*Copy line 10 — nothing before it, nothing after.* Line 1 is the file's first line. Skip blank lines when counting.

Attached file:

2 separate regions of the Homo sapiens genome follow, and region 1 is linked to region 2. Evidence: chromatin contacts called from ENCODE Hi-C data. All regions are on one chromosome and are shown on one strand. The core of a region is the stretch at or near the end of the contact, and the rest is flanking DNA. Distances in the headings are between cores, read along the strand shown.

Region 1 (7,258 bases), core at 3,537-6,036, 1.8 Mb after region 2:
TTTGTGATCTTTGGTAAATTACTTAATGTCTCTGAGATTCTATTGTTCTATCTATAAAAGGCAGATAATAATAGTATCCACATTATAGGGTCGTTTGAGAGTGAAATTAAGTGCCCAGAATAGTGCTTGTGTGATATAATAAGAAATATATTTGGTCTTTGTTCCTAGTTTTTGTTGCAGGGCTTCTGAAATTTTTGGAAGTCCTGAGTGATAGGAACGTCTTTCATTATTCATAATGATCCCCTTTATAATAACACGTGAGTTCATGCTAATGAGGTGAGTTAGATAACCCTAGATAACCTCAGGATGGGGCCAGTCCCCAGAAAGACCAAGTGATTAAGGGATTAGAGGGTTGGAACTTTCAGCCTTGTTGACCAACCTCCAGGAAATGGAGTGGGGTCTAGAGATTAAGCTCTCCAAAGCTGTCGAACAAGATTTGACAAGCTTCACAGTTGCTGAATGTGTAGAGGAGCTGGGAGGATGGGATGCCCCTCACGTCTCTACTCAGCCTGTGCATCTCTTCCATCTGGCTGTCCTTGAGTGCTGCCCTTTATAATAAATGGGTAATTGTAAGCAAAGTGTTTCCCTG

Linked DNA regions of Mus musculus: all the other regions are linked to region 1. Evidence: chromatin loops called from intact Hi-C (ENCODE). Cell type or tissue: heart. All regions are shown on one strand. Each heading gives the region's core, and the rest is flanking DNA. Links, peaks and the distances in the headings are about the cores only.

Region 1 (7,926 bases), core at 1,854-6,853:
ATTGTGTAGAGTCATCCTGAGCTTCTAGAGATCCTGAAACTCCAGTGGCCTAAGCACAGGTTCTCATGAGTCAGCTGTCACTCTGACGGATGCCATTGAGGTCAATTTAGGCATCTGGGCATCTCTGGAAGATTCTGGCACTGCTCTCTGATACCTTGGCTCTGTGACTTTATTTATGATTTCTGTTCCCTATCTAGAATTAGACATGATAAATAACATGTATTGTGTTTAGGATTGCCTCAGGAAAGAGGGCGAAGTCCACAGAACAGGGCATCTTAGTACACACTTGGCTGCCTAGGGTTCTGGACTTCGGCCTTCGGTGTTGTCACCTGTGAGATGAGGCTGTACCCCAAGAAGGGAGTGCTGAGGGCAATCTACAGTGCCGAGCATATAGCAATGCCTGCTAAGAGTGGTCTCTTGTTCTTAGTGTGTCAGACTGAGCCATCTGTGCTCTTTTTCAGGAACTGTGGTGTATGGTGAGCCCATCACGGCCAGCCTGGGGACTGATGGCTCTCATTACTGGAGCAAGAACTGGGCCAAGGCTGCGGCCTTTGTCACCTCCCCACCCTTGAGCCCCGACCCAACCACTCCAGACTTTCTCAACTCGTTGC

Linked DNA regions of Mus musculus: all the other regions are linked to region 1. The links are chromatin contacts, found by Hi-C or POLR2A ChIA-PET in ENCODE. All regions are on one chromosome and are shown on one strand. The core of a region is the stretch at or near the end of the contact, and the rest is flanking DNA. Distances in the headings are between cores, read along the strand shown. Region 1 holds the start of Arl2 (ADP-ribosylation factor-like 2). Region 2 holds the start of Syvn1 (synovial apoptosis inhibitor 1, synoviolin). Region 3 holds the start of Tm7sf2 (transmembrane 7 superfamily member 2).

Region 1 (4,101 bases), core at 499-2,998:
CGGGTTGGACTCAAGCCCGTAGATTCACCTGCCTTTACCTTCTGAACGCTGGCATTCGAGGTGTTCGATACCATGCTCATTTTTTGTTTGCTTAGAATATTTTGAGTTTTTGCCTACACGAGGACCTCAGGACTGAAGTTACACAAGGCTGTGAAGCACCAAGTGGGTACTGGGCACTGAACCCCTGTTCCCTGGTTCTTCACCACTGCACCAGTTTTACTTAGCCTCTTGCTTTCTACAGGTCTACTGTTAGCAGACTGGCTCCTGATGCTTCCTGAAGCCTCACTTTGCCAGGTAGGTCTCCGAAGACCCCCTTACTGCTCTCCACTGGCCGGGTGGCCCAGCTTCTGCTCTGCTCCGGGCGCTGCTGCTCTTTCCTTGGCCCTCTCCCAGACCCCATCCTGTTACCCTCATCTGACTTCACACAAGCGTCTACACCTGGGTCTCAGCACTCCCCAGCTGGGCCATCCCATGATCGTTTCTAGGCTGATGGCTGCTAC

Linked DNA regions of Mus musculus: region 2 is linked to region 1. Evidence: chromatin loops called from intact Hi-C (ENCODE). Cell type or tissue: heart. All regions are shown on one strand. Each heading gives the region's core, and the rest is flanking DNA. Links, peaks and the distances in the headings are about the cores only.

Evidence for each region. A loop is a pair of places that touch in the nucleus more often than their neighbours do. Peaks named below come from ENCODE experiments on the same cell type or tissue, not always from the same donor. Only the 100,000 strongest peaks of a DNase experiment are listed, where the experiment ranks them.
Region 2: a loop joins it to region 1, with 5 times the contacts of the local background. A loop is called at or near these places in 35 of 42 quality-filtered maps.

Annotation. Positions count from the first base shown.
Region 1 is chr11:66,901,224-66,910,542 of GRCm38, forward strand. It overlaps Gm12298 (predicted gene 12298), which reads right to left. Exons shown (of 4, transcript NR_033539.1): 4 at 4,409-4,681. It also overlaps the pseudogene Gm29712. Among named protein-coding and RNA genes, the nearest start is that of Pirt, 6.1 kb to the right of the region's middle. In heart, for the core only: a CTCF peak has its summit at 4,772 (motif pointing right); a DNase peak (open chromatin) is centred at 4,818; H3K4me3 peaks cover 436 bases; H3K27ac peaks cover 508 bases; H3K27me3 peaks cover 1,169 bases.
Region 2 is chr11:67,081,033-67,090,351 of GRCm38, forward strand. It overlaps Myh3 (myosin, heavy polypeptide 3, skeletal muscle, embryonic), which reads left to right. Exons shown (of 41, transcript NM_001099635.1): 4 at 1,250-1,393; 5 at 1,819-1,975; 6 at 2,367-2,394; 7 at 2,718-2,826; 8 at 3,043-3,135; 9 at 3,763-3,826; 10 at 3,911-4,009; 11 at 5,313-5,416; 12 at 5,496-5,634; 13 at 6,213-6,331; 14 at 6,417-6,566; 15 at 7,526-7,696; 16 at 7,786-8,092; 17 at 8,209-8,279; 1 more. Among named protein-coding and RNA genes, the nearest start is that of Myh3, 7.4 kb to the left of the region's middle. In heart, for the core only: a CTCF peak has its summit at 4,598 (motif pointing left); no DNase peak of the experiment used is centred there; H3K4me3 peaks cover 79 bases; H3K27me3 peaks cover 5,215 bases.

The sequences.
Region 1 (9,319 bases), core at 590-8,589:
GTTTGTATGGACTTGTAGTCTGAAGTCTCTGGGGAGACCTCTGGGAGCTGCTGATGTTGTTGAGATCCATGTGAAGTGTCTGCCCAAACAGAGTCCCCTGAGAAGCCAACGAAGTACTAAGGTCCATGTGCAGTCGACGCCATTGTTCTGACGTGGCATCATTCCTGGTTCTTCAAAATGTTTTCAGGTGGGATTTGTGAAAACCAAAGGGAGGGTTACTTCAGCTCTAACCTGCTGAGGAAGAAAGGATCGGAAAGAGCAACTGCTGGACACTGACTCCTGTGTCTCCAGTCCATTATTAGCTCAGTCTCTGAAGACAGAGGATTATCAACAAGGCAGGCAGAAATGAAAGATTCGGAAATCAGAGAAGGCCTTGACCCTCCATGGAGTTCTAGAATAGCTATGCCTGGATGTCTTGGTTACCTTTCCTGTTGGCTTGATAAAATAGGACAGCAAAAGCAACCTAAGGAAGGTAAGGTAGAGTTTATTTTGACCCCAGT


Linked DNA regions of Mus musculus: region 2 is linked to region 1. Evidence: chromatin loops called from intact Hi-C (ENCODE). Cell type or tissue: heart. All regions are shown on one strand. Each heading gives the region's core, and the rest is flanking DNA. Links, peaks and the distances in the headings are about the cores only.